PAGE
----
Time and Chance Author:Sharon Kay Penman The long-awaited sequel to Sharon Kay Penman's acclaimed novel When Christ and His Saints Slept, Time and Chance recounts the tempestuous marriage of Eleanor of Aquitaine and Henry II in a magnificent story of love, power, ambition-and betrayal. — He was nineteen when they married, she eleven years his senior, newly divorced from th... more »e King of France. She was beautiful, headstrong, intelligent, and rich. It was said he was Fortune's favorite, but he said a man makes his own luck. Within two years, Henry had made his, winning the throne of England and exercising extraordinary statecraft skills to control his unruly barons, expand his own powers, and restore peace to a land long torn by banditry and bloodshed. Only in one instance did Henry err: Elevating his good friend and confidant Thomas Becket to be Archbishop of Canterbury, he thought to gain control over the Church itself. But the once worldly Becket suddenly discovered God, and their alliance withered in the heat of his newfound zeal. What Becket saw as a holy mission-to protect the Church against State encroachments-Henry saw as arrant betrayal, and they were launched inevitably on the road to murder.
Rich in character and color, true to the historical details, sensitive to the complex emotions of these men and women, Time and Chance recreates their story with all the drama, pain, and passion of the moment. It is Penman at her best.« less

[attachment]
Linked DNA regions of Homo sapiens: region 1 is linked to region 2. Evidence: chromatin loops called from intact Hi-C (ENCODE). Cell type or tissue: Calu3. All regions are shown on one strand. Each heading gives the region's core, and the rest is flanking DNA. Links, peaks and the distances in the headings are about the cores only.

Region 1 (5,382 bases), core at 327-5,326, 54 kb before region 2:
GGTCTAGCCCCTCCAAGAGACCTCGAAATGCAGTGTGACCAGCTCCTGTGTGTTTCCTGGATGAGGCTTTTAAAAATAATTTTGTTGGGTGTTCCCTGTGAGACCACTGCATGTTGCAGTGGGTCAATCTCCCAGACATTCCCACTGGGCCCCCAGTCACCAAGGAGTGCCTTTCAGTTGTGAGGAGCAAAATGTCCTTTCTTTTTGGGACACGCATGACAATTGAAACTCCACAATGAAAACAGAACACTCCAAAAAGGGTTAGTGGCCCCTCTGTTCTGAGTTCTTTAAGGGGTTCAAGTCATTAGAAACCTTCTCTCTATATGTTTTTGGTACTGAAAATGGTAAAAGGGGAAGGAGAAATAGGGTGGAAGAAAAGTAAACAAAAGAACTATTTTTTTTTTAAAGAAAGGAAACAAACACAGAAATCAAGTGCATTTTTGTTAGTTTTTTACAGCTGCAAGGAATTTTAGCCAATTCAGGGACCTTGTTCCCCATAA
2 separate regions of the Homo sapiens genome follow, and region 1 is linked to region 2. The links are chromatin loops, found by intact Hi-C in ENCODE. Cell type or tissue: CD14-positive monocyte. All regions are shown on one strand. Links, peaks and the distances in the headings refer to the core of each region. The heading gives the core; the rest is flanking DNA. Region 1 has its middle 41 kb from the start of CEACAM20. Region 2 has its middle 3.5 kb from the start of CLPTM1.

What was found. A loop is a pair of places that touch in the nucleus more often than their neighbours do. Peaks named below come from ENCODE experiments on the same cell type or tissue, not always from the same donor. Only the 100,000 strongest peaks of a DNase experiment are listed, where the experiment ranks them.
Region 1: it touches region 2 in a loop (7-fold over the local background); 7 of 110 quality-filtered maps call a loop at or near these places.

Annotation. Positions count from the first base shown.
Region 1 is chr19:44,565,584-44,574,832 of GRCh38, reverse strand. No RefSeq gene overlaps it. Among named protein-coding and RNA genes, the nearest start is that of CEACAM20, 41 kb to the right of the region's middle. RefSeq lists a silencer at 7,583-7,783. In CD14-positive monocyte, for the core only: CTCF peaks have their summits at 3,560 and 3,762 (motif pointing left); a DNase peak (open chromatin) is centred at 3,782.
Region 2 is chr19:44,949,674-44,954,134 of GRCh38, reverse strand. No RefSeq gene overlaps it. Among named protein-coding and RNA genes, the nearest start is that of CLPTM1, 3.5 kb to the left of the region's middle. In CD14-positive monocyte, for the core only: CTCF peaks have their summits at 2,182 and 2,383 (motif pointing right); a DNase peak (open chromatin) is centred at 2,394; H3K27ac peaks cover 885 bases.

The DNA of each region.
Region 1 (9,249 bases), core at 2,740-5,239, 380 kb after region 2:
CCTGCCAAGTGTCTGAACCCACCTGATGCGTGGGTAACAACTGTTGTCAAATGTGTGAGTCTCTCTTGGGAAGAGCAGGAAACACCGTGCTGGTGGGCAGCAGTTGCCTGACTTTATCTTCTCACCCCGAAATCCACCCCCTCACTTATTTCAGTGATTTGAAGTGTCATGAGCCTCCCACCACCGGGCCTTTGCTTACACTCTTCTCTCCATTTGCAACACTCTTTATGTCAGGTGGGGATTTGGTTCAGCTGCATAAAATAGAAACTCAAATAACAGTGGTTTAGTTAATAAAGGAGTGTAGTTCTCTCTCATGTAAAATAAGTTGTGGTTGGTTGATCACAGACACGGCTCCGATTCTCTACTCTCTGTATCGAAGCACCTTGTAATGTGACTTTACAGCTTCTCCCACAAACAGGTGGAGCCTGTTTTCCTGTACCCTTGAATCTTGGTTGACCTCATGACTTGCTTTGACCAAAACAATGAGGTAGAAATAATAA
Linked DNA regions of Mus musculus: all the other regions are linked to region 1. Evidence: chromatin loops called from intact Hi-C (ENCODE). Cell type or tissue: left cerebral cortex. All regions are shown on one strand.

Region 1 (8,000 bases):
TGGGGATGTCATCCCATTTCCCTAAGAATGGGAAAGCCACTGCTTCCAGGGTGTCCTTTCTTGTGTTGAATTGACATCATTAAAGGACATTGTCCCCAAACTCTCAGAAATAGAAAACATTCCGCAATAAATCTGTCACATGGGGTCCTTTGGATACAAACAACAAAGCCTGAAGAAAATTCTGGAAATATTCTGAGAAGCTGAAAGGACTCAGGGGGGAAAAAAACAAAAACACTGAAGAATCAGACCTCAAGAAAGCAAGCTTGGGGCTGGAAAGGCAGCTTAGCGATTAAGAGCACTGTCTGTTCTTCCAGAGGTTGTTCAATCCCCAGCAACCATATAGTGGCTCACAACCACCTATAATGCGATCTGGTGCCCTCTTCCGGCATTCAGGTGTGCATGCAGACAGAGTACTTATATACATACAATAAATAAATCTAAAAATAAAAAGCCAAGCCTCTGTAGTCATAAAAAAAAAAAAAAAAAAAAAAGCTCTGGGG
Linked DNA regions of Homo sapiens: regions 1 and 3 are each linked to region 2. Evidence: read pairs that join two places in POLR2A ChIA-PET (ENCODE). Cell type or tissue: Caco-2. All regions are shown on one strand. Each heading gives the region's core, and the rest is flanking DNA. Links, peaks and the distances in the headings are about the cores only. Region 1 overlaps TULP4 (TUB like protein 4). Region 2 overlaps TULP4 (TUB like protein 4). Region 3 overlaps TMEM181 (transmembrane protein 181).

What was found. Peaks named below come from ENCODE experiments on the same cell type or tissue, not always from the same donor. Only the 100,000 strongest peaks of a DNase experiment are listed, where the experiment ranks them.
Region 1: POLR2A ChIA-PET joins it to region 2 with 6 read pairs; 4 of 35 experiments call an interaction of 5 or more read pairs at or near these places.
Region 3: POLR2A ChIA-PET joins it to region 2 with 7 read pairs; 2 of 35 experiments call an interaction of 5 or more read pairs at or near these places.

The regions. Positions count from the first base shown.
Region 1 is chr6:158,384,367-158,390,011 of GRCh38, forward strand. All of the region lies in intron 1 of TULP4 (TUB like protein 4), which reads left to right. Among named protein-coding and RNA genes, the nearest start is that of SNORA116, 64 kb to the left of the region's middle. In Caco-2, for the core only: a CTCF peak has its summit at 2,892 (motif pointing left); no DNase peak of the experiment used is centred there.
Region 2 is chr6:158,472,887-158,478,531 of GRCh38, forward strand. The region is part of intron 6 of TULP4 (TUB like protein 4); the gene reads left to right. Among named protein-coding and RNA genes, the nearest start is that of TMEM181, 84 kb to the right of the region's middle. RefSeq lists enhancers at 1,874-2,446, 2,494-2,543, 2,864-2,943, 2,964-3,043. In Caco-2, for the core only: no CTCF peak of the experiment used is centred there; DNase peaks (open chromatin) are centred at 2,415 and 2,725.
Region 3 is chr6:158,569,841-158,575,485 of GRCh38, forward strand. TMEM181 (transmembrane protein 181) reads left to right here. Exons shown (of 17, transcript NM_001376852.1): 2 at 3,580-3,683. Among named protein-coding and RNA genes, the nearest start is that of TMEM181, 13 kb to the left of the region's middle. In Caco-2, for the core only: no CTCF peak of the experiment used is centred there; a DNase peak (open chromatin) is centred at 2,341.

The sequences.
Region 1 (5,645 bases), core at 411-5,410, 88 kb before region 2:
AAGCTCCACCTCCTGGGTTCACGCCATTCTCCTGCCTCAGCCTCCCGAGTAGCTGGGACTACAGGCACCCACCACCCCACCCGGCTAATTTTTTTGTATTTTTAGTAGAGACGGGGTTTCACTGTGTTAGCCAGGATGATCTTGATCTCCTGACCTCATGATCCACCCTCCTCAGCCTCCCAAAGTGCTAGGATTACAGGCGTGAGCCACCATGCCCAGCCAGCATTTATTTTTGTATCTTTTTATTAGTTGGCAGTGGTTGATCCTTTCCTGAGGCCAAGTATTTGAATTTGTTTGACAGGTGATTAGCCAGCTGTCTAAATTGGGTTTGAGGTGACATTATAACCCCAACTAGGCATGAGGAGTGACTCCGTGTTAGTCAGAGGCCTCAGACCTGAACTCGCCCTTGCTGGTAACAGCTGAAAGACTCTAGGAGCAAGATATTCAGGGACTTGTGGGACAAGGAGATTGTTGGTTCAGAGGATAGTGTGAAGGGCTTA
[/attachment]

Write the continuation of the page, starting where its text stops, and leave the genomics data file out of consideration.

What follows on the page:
A fabulous read. Intricate plot details, intelligent characterizations and accurate historical background makes the reader feel as though s/he were living in the time. As always, a top-notch book by one of the most intelligent writers alive. Highly recommended!
This is the follow up to "When Christ and his Saints Slept" and it's about the marriage of King Henry II and Queen Eleanor of Aquitaine. I'd always heard that their marriage was never a happy one; this book casts a different light on the story of this historical couple.
This book is about Henry Plantagenet king of England, his wife Eleanor of Aquitaine, Eleanor's first husband King Louis VII of France, and Henry Becket, as well as a cast of characters both real and fictional. It's a romantic, tragic story of human nature, ego, love, loss, and the ebb and flow of relations between nations in the 1100s.
Though for me the book pales in the fact of historic fact, and for me the fictional characters and their doings get in the way, still Penman writes excellent historical fiction. She's skillful and powerful, builds and interprets her characters nicely, keeping more or less to the facts of the matters, and the story is a fascinating one.
Penman's Eleanor is as tempestuous, intelligent, politically canny, and gorgeous as was the Queen herself. Penman's Henry is Henry II, and Becket is drawn large. The book perhaps is too ambitious and ranges too widely, but the book has the excitement that readers of fiction hope for.
Not sure why this took me so long to get through. Though not of the same caliber as her "Wales trilogy" this is still pretty moving IF you can get into it. This is book 2 of the "Henry and Elenor" trilogy (sorry, I'm making these names up) and seems to read as a setup for what I hope to be an exciting finale Book 3.
Sharon Kay Penman weaves a story so intriguing that history is almost unbelievable. Once you pick up her books, you are drawn in to a world with details so clear you can smell the dinners and see the elaborate gowns. This is the second in her three book series on the love story of Henry and Eleanor (of Aquitaine). She pulls you into their lives and draws the links of what transpired between the historical events. I can't wait to start the next book!